April 24, 2012
MADISON - The public will have an opportunity to learn more about the process used to revise the "list of species designated as endangered or threatened in Wisconsin at two public open house meetings May 7 and 9.
Sixteen birds, plants and other animals are proposed to be removed from the state's list of endangered or threatened species, while eight species are proposed to be added to the list.
Information on the species and the proposed list revisions will also be presented at the open houses, which will run from 5 to 7 p.m., with a presentation and question and answer period from 5:30 to 6:30 p.m. on:
Under Wisconsin's Endangered Species Law it is illegal for people to kill, transport, possess, process or sell species that are listed as endangered or threatened. The law requires the Department of Natural Resources to review and, following public input, revise the endangered or threatened species list as needed. Since the first list was developed in 1972, it has been revised 10 times, most recently in 2011 to add cave bats due to the imminent threat of white-nose syndrome.
The DNR Bureau of Endangered Resources began a comprehensive scientific review of rare species in Wisconsin in 2010, with staff reviewing scientific data for 3,000 plants and animals and recommending full comprehensive status reviews for 331 species.
"This is the most comprehensive review ever conducted by the department of the status of Wisconsin's plants and animals," said Kurt Thiede, who leads the DNR Land Division, which includes the endangered resources program.
Biologists from a variety of state and federal agencies, organizations, and universities, as well as naturalists throughout the state with taxonomic expertise provided new or updated information on the population condition and distribution of rare species in the state.
That review determined some species have responded well to protections given to listed species and management efforts to increase their populations and that others were not as rare as once thought or no longer occur in the state, according to Rebecca Schroeder, acting director of the endangered resources program.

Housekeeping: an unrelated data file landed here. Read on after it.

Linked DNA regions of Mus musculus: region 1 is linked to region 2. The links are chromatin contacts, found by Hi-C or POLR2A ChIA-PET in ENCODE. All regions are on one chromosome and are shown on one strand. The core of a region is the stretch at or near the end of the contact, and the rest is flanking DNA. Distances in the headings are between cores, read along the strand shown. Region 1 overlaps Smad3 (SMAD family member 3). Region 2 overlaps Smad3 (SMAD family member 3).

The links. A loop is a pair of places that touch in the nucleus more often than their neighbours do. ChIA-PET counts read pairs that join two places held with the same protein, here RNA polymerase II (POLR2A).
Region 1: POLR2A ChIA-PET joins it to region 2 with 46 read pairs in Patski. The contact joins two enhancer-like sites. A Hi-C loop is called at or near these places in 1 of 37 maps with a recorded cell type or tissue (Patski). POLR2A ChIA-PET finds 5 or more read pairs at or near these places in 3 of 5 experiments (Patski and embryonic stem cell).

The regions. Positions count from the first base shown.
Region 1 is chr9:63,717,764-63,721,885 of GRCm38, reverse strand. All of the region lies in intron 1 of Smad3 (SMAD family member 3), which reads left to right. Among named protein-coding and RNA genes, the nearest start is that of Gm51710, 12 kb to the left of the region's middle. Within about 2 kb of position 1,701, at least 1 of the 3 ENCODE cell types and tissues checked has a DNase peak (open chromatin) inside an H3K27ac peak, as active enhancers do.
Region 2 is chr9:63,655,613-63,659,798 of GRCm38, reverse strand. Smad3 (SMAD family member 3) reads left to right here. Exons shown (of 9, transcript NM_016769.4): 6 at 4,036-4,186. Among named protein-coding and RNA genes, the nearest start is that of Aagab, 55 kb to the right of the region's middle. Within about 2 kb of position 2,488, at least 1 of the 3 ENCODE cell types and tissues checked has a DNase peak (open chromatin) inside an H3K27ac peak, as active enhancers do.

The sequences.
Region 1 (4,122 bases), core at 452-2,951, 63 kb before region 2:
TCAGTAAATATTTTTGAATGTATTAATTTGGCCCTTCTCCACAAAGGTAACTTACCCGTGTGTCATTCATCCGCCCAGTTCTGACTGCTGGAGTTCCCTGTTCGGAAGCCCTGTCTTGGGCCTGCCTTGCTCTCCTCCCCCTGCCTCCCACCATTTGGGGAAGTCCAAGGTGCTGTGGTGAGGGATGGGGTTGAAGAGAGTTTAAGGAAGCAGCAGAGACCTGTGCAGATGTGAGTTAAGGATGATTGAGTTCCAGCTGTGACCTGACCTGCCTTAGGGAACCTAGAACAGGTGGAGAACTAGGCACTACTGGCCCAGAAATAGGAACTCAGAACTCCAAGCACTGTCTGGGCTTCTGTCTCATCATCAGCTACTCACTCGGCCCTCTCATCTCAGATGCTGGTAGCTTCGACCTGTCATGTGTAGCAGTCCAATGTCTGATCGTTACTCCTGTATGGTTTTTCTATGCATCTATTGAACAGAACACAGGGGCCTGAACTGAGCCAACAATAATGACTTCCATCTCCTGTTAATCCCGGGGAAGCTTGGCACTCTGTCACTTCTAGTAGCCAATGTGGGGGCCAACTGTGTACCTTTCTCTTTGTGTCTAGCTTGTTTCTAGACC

The proposal recommends removing seven animals from the list: greater redhorse (fish), barn owl, snowy egret, and Bewick's wren, pygmy snaketail (dragonfly), Blanding's turtle and Butler's gartersnake. The proposal recommends nine plants also be removed from the list: American fever-few, bog bluegrass, Canada horse-balm, drooping sedge, hemlock parsley, prairie Indian-plantain, snowy campion, yellow gentian, and yellow giant hyssop.
Schroeder says the review also found that eight other species have declining populations in the state and are in need of greater protection by being listed as endangered or threatened. Those species include: three birds -- black tern, Kirtland's warbler, upland sandpiper; one freshwater mussel -- fawnsfoot; and four insects -- beach-dune tiger beetle, ottoe skipper, a leafhopper (Attenuipyga vanduzeei), and an issid planthopper (Fitchiella robertsoni).
Specific information on each species and why it is being proposed to add or remove it from the state list can be found by searching the DNR website for "ET list."
FOR MORE INFORMATION CONTACT: Rebecca Schroeder 608-266-5244 or Paul Holtan - 608-267-7517